Relationships of quality-of-life measures to long-term lifestyle and drug treatment in the Treatment of Mild Hypertension Study.
To compare 5 antihypertensive drugs and placebo for changes in quality of life (QL).
To assess the relationship of lifestyle factors and change in lifestyle factors to QL in participants with stage I diastolic hypertension.
The Treatment of Mild Hypertension Study (TOMHS) was a randomized, double-blind, placebo-controlled clinical trial with minimum participant follow-up of 4 years.
It was conducted at 4 hypertension screening and treatment academic centers in the United States.
The cohort consisted of 902 men and women with hypertension, aged 45 to 69 years, with diastolic blood pressures less than 100 mm Hg.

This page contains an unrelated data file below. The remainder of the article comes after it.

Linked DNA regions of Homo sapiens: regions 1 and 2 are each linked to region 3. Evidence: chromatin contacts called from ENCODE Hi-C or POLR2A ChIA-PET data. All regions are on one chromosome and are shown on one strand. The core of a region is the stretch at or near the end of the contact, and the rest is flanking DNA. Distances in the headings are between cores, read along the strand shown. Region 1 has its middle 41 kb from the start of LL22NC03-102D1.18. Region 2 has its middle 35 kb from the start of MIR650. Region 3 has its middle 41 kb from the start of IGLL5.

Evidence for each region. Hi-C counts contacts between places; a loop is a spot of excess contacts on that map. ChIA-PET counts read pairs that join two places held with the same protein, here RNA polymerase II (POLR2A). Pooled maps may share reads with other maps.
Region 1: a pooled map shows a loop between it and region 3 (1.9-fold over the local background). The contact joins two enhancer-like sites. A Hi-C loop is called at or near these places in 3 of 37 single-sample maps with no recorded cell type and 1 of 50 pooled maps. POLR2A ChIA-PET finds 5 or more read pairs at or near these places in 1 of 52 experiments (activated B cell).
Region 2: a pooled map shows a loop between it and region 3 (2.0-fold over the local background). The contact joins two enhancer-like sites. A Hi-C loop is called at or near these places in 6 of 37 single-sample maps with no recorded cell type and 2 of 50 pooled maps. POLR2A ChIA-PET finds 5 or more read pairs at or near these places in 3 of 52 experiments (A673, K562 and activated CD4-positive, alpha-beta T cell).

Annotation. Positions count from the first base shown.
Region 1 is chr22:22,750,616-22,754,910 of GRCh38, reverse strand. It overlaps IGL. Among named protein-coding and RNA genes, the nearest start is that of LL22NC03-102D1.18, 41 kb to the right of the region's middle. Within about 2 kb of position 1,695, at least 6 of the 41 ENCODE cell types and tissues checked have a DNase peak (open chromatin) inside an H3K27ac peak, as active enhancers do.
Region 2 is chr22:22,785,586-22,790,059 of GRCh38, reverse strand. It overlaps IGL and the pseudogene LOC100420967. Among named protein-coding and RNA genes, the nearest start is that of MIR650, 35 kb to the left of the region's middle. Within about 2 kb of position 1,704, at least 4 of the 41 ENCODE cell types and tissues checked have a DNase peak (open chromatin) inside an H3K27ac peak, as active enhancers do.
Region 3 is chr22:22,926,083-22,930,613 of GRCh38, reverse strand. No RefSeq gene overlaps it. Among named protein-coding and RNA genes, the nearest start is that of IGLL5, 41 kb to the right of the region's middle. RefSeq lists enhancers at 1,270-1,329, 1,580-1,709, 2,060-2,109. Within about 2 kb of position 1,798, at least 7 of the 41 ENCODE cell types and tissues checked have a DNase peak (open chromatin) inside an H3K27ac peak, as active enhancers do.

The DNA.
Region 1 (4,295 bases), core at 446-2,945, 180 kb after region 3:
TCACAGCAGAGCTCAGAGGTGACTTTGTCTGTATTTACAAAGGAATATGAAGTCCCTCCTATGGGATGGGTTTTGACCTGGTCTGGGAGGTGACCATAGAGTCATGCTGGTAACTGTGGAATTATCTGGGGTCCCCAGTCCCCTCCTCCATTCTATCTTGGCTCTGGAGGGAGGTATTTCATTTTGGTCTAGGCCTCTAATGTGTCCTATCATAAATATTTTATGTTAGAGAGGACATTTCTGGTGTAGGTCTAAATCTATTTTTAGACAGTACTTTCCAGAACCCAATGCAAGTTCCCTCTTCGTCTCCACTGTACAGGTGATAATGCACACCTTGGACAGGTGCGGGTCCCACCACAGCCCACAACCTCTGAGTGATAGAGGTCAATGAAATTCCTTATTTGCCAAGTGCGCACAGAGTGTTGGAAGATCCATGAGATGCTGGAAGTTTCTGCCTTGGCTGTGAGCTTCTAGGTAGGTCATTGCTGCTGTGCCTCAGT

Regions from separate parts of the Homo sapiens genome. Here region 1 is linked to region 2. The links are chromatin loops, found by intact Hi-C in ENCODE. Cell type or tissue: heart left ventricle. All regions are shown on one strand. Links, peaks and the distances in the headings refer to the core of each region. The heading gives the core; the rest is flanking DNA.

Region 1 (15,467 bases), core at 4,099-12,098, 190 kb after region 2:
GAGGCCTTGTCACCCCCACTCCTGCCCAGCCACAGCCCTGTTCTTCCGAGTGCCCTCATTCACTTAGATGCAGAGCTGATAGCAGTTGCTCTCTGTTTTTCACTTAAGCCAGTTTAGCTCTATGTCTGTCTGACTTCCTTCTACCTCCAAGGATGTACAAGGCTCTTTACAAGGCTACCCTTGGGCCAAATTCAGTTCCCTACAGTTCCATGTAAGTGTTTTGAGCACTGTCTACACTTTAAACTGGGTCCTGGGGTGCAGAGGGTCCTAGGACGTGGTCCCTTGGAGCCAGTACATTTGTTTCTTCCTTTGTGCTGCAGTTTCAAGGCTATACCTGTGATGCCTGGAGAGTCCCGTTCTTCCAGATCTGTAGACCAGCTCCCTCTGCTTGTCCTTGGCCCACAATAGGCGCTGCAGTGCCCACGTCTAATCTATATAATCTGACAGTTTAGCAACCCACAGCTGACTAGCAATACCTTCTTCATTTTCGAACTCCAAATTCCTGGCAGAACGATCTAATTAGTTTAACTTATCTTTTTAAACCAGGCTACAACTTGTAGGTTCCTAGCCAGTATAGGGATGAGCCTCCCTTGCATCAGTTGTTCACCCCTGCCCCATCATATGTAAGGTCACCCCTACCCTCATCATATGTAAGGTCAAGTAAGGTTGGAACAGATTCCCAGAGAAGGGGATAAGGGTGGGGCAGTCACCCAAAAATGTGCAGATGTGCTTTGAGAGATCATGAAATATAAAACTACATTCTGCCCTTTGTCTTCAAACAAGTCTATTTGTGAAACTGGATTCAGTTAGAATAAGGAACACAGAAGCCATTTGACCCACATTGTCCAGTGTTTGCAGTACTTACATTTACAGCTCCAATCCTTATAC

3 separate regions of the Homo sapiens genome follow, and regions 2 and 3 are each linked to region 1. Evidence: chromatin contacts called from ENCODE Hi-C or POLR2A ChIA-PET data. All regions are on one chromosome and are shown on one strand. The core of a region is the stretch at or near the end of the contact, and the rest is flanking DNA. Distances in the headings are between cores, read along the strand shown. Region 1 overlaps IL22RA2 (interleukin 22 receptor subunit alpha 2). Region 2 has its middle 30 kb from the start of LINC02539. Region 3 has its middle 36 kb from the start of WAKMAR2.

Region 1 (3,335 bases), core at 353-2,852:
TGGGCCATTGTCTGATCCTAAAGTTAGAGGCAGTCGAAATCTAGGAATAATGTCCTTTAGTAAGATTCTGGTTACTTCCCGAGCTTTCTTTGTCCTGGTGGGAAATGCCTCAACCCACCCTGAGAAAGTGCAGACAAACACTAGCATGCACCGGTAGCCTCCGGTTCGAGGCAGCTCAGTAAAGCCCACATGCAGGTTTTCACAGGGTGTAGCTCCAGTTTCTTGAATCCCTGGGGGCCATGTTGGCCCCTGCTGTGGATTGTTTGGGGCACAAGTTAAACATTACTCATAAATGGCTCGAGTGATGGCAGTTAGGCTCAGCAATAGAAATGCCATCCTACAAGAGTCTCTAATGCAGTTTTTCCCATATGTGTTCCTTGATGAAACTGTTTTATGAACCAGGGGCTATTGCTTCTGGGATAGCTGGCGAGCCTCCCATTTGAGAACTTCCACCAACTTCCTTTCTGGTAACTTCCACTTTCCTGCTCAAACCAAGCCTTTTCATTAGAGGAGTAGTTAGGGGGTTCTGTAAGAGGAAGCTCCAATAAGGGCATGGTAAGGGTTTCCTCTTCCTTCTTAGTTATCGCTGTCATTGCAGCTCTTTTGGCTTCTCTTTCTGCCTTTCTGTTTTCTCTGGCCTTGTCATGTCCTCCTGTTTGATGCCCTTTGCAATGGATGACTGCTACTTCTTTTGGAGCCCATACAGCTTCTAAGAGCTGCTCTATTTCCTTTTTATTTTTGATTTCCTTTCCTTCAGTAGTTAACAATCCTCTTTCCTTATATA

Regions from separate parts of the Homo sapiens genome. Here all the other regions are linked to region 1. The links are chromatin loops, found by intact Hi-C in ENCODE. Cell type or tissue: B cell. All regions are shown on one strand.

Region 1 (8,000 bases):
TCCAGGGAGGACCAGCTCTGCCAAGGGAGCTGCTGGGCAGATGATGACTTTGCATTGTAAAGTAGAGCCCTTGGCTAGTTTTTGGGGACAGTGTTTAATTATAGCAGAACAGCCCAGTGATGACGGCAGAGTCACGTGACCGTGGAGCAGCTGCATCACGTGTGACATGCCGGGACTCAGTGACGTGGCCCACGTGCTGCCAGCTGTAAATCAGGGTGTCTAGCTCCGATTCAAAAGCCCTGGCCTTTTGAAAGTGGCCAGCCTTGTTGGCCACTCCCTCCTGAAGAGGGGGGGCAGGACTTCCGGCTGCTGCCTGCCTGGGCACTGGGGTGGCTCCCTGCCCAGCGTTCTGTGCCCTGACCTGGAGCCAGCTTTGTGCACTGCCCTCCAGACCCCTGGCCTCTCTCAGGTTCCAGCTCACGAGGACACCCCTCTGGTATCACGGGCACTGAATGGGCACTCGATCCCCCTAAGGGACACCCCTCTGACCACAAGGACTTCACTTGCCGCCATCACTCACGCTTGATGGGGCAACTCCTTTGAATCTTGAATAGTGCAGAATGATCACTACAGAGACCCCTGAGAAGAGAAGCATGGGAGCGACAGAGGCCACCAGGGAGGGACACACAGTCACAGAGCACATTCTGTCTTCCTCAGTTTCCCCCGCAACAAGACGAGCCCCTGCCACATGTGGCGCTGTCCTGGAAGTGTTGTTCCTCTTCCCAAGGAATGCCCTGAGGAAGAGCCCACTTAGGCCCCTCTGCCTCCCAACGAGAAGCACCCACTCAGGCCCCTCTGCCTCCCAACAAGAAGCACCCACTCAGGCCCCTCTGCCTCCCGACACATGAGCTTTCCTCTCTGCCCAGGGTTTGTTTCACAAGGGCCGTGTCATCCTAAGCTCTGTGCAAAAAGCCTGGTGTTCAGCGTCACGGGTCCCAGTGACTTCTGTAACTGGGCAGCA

Informed consent was obtained from each participant after the nature of the procedures had been fully explained.
Sustained nutritional-hygienic intervention was administered to all participants to reduce weight, to reduce dietary sodium and alcohol intake, and to increase physical activity.
Participants were randomized to take (1) acebutolol (n=132) ; (2) amlodipine maleate (n=131) ; (3) chlorthalidone (n=126) ; (4) doxazosin mesylate (n=134) ; (5) enalapril maleate (n=135) ; or placebo (n=234).
Changes in 7 QL indexes were assessed based on a 35-item questionnaire :
(1) general health ;
(2) energy or fatigue ;
(3) mental health ;
(4) general functioning ;
(5) satisfaction with physical abilities ;
(6) social functioning ;
and (7) social contacts. (...)
Mots-clés Pascal : Hypertension artérielle, Traitement, Chimiothérapie, Antihypertenseur, Evaluation, Qualité vie, Corrélation, Efficacité traitement, Etude double insu, Homme, Appareil circulatoire pathologie
Mots-clés Pascal anglais : Hypertension, Treatment, Chemotherapy, Antihypertensive agent, Evaluation, Quality of life, Correlation, Treatment efficiency, Double blind study, Human, Cardiovascular disease
Notice produite par :
Inist-CNRS - Institut de l'Information Scientifique et Technique
Cote : 97-0263868
Code Inist : 002B02F05. Création : 11/06/1997.